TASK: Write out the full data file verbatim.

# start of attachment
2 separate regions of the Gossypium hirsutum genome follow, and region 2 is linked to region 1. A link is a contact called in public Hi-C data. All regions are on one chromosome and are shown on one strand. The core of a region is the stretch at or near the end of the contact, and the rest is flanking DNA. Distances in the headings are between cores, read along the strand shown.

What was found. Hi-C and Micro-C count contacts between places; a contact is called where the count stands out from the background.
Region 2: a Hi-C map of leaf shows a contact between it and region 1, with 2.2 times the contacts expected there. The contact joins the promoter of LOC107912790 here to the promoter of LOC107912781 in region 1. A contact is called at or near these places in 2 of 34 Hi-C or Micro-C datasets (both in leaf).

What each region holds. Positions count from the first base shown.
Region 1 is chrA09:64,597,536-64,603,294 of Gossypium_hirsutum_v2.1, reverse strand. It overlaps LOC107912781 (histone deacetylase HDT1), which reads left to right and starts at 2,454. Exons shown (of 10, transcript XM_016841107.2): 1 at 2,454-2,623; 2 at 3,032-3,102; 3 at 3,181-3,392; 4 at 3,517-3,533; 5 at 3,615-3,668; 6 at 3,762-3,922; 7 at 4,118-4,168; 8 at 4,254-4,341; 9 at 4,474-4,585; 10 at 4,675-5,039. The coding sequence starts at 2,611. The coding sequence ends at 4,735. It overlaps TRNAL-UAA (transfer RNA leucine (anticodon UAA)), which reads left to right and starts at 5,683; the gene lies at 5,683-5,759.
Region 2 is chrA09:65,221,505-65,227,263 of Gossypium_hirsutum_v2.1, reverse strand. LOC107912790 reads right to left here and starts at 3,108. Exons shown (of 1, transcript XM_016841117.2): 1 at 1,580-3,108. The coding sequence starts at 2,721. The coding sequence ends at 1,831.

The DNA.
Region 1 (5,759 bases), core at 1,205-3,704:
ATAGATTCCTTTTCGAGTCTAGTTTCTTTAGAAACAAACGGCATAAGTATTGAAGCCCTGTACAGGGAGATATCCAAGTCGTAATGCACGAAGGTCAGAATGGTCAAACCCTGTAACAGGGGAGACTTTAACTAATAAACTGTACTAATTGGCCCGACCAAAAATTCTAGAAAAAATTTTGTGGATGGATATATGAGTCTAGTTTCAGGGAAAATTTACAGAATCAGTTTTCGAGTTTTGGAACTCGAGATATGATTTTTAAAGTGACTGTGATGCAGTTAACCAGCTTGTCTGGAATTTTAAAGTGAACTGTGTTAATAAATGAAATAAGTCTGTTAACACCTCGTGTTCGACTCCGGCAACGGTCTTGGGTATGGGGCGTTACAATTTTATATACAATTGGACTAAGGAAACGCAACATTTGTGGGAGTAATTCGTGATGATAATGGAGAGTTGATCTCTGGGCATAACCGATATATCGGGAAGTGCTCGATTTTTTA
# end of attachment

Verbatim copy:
2 separate regions of the Gossypium hirsutum genome follow, and region 2 is linked to region 1. A link is a contact called in public Hi-C data. All regions are on one chromosome and are shown on one strand. The core of a region is the stretch at or near the end of the contact, and the rest is flanking DNA. Distances in the headings are between cores, read along the strand shown.

What was found. Hi-C and Micro-C count contacts between places; a contact is called where the count stands out from the background.
Region 2: a Hi-C map of leaf shows a contact between it and region 1, with 2.2 times the contacts expected there. The contact joins the promoter of LOC107912790 here to the promoter of LOC107912781 in region 1. A contact is called at or near these places in 2 of 34 Hi-C or Micro-C datasets (both in leaf).

What each region holds. Positions count from the first base shown.
Region 1 is chrA09:64,597,536-64,603,294 of Gossypium_hirsutum_v2.1, reverse strand. It overlaps LOC107912781 (histone deacetylase HDT1), which reads left to right and starts at 2,454. Exons shown (of 10, transcript XM_016841107.2): 1 at 2,454-2,623; 2 at 3,032-3,102; 3 at 3,181-3,392; 4 at 3,517-3,533; 5 at 3,615-3,668; 6 at 3,762-3,922; 7 at 4,118-4,168; 8 at 4,254-4,341; 9 at 4,474-4,585; 10 at 4,675-5,039. The coding sequence starts at 2,611. The coding sequence ends at 4,735. It overlaps TRNAL-UAA (transfer RNA leucine (anticodon UAA)), which reads left to right and starts at 5,683; the gene lies at 5,683-5,759.
Region 2 is chrA09:65,221,505-65,227,263 of Gossypium_hirsutum_v2.1, reverse strand. LOC107912790 reads right to left here and starts at 3,108. Exons shown (of 1, transcript XM_016841117.2): 1 at 1,580-3,108. The coding sequence starts at 2,721. The coding sequence ends at 1,831.

The DNA.
Region 1 (5,759 bases), core at 1,205-3,704:
ATAGATTCCTTTTCGAGTCTAGTTTCTTTAGAAACAAACGGCATAAGTATTGAAGCCCTGTACAGGGAGATATCCAAGTCGTAATGCACGAAGGTCAGAATGGTCAAACCCTGTAACAGGGGAGACTTTAACTAATAAACTGTACTAATTGGCCCGACCAAAAATTCTAGAAAAAATTTTGTGGATGGATATATGAGTCTAGTTTCAGGGAAAATTTACAGAATCAGTTTTCGAGTTTTGGAACTCGAGATATGATTTTTAAAGTGACTGTGATGCAGTTAACCAGCTTGTCTGGAATTTTAAAGTGAACTGTGTTAATAAATGAAATAAGTCTGTTAACACCTCGTGTTCGACTCCGGCAACGGTCTTGGGTATGGGGCGTTACAATTTTATATACAATTGGACTAAGGAAACGCAACATTTGTGGGAGTAATTCGTGATGATAATGGAGAGTTGATCTCTGGGCATAACCGATATATCGGGAAGTGCTCGATTTTTTA